During a recent pause my in my anthropology class, a female classmate and I got into an enthusiastic conversation about fashion—about how street style culture in Boston is definitely on the rise, and about some of our favorite designers. One of the boys in class (who, by the way, wears one dangly earring, and in my opinion has a pretty distinct sense of style) interjected to patronize us, saying, “I don’t get why anyone cares about designer labels. I rip the labels off my clothes.” (I guess he’s never considered that some underprivileged children might have worked really hard to sew those labels in. But like, what could be worse than adhering to labels!? Oh, wait—being the person who says, “I don’t adhere to labels” out loud.) I looked at him and asked, “Do you like music?” and because he is a living, breathing human, he said yes. So I explained to him that being a fan of a fashion designer is no different than being a fan of a musician (or a painter, or a writer, etc.). I explained that I wear certain labels because I appreciate their work—because it speaks to me on a personal level. If their work were to become shitty (poor in quality or simply not relevant to my personal style), I wouldn’t keep buying their stuff…the same way people reject musicians or authors or movie directors when their work goes down the toilet. A designer’s body of work is like any other artist’s, and those of us who understand fashion reference it similarly. Specific collections and eras in fashion are just like albums and eras in music, and all other artistic media. (1950s Christian Dior, “Led Zeppelin II,” 1990s Helmut Lang, Picasso’s blue period…You get it.) And I added, “Music, and all art forms, are just as superficial as fashion, and I’m amused by people who think it’s any different.” He shifted his weight awkwardly from one foot to the other and grumbled, “Well, now it’s like that…” as if the music industry was molested by its drunk uncle and then ran away with its already corrupt friend, the fashion industry, to self-destruct and destroy all our souls—as if music hasn’t had a strong superficial side since long before this kid was even born. In my opinion, mainstream music has become more about image and less about artistic integrity while fashion has strived to exponentially push creative boundaries. But because fashion is so directly linked with physical appearances, people constantly assume it’s a shallow and artless industry, and that people who take an interest in fashion are empty, superficial people. This…is bullshit, and an ironically judgmental and superficial point of view.

I was struggling in my sixth grade science class, so the teacher pulled me out of the classroom not to ask how she could help me better grasp the material, but to tell me that I was “just like Cher in Clueless” and that I viewed school as “nothing but a fashion show.” Forget the fact that everyone has a different learning style—I liked clothes, so obviously this was the source of my academic difficulty, right? It’s been ten years, and I have more than a few cute outfits to put on my résumé. And yet, there will always be people who dismiss me for loving fashion—for “caring about designer labels.” Designing clothes, constructing garments, and putting outfits together are extremely artistic, labor-intensive processes. For me, getting dressed is a liberating form of self-expression that’s actually devoid of labels—I can be a different version of myself every day. It helps me get out of bed in the morning, and I’m never going to let anyone put me down for taking joy in that.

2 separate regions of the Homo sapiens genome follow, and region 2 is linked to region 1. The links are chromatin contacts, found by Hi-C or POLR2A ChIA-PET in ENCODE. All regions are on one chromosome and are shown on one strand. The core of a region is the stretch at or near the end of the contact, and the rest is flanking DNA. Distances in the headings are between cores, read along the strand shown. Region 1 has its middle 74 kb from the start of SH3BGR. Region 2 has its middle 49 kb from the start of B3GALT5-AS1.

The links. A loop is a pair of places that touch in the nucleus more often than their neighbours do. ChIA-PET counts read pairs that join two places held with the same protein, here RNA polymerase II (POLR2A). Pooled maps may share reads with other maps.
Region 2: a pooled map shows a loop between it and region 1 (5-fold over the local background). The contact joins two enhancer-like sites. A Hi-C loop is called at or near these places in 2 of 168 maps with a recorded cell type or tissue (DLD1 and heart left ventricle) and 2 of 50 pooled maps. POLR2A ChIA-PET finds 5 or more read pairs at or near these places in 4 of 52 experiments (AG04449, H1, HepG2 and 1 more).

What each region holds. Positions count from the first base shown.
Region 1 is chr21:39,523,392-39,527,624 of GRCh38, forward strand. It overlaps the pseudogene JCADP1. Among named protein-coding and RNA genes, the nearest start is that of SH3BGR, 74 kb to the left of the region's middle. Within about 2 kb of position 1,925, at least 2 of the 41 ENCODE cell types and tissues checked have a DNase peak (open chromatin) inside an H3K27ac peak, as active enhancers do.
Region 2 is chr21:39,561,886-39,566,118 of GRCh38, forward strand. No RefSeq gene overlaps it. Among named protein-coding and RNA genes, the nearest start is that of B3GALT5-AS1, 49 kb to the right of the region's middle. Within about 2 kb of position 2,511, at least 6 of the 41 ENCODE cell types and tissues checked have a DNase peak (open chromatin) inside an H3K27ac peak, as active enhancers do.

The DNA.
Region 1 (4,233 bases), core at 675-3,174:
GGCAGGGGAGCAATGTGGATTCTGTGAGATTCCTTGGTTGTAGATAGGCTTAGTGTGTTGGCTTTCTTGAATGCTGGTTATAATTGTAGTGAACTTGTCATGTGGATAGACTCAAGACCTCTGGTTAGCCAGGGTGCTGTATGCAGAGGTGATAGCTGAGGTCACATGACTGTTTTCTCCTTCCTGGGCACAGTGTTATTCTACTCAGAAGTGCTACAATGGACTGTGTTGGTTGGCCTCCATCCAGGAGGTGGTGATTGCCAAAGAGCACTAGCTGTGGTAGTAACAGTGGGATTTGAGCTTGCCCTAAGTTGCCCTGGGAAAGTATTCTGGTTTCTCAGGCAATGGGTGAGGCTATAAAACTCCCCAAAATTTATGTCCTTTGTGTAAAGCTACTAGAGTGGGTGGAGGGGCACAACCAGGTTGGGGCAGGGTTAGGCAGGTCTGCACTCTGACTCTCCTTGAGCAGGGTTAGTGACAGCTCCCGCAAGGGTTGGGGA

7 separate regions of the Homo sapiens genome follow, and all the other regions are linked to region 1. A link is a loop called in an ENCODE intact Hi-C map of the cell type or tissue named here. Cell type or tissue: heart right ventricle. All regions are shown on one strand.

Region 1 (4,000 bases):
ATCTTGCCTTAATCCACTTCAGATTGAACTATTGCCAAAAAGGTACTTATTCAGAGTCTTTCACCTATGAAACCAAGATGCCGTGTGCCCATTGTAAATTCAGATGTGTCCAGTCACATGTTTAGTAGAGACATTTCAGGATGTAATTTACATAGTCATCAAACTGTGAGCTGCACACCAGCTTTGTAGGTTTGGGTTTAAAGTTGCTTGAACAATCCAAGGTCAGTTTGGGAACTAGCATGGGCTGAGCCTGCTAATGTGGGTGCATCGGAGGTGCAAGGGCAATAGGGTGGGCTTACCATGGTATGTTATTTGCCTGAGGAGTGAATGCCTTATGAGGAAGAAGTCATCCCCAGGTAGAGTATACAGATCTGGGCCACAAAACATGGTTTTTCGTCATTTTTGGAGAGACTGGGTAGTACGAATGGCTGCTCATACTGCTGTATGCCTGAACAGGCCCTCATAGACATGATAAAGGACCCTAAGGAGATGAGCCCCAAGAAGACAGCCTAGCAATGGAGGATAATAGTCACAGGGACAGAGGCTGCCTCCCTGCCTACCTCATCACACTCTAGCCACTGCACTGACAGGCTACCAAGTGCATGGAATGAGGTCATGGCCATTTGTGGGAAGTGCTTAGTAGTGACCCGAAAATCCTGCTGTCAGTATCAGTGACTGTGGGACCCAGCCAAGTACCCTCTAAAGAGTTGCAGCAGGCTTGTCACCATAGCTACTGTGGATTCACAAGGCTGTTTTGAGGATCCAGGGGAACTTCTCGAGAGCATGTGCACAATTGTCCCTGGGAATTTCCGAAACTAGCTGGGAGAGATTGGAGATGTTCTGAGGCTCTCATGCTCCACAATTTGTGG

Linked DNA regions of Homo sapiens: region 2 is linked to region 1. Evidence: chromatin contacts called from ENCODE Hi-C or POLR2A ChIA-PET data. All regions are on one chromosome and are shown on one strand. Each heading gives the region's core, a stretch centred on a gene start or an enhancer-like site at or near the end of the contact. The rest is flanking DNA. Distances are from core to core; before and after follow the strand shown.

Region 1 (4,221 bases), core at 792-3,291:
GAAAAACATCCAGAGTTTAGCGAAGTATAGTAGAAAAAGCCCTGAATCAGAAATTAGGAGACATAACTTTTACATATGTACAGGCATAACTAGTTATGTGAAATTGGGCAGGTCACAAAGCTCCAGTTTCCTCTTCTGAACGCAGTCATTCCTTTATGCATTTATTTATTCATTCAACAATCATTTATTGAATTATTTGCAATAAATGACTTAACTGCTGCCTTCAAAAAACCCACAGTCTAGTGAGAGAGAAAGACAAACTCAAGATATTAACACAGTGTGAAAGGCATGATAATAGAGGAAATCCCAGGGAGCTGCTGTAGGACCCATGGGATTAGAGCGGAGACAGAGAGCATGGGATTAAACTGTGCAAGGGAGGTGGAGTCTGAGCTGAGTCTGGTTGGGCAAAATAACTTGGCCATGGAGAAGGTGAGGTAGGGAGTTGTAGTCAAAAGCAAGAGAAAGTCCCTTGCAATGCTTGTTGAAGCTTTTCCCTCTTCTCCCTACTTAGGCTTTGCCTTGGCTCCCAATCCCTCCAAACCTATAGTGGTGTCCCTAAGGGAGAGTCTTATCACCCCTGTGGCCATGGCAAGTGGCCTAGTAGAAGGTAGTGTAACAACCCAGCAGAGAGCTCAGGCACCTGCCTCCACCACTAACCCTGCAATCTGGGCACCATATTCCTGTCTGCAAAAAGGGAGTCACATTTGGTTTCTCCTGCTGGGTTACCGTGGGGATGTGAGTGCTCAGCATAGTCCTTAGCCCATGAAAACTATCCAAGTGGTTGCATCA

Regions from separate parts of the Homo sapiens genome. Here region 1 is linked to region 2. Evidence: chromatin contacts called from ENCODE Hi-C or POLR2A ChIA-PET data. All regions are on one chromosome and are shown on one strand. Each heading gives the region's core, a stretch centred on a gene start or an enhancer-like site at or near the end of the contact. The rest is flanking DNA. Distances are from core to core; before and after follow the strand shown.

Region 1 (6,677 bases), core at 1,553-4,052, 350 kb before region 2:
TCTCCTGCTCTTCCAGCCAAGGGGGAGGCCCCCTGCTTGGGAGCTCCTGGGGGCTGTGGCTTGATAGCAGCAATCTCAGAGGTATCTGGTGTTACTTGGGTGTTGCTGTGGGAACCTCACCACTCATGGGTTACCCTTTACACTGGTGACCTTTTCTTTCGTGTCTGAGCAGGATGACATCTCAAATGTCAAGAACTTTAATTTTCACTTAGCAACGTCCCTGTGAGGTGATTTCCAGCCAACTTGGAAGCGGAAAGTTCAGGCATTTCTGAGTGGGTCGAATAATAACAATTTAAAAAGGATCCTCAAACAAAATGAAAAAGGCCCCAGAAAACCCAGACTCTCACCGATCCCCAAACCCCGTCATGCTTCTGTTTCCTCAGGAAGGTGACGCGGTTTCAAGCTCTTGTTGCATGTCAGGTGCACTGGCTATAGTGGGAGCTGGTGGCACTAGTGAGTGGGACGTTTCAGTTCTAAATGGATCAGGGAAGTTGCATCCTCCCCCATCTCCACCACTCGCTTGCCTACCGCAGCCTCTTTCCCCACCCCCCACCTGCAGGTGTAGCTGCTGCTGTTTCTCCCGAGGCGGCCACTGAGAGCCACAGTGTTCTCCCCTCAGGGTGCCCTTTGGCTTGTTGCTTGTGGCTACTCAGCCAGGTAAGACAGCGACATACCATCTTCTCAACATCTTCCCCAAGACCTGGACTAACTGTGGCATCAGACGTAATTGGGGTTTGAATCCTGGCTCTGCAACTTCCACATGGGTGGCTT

Yes, fashion has its superficial qualities: money, intimidation, popularity, sex appeal, harsh criticism, and some other deadly sins play major roles in the whole fashion scene (not to mention the issue of manufacturing), and these aspects of the industry have presented some moral conflicts for me at times. People tend to automatically respect artistic media such as writing or what you might find in art exhibits and galleries because they expect that kind of work to represent larger moral concepts, while fashion is vilified because it presumably only represents “what’s hot right now.” However, the fact that society tells us it’s okay to spend thousands of dollars on a painting and shames those who invest in clothing is problematic—because this has caused me to ask myself, Can I be a good person if I pursue a career in fashion?; If I follow that path, am I automatically anti-feminist? I took a women’s studies course in which we read a book called The Cult of Thinness, which compared America’s obsession with weight and appearances to some of the most dangerous religious cults. The cover of the book was a photo of a fashion show finale (—judging by the nude-colored sheaths, I would venture to guess it was a Calvin Klein ’90s catwalk), and I felt a pang of guilt for knowing more than one of the models by name. I had a momentary identity crisis, and then I realized that feminism means exerting my power to pursue whatever career I want, and that I can have a positive impact on this so-called “cult.” I can remind people that fashion is an art, and encourage everyone to embrace their unique beauty and to wear what makes them happy, not what the media claims is cool. Though fashion may seem like the most exclusive club, it’s actually wildly inclusive: it’s all about celebrating the weird (i.e. that high fashion stuff that is often categorically unwearable), drawing inspiration from different cultures, uniting those cultures, and, of course, unconditional acceptance. What would the fashion industry be without the LGBT community?

There are countless movements within the fashion world to right its wrongs—more and more companies/designers are sweatshop free, make stylish plus-sized collections, and collaborate with stores like Target to offer high-end looks at affordable prices. And everyone who actually understands fashion knows that those who do buy and wear designer labels for the sake of status just don’t get it. Plus, if you’re going to attack the fashion industry for being a “cult” that pressures people into an unhealthy obsession with appearances, you might also want to examine the whole “sex, drugs, and rock and roll” thing…and if you think trends don’t play into music, movies, TV shows, and the whole “real” art scene, well, you’re pretty fucking delusional. Fashion might appear to revolve around trends and putting people down, but I’ve witnessed fashion’s power to raise spirits. I spent the last year working in fashion retail, and helping women piece together ensembles that visibly boosted their confidence was so rewarding, and definitely restored my faith in the positive nature of fashion and personal style. Ultimately, fashion is just like anything else: an exciting and contradictory combination of good and evil. Love it or hate it, fashion brings people together and makes the world a little more colorful. With that said, stay saucy my friends (and watch this quintessential scene from The Devil Wears Prada)…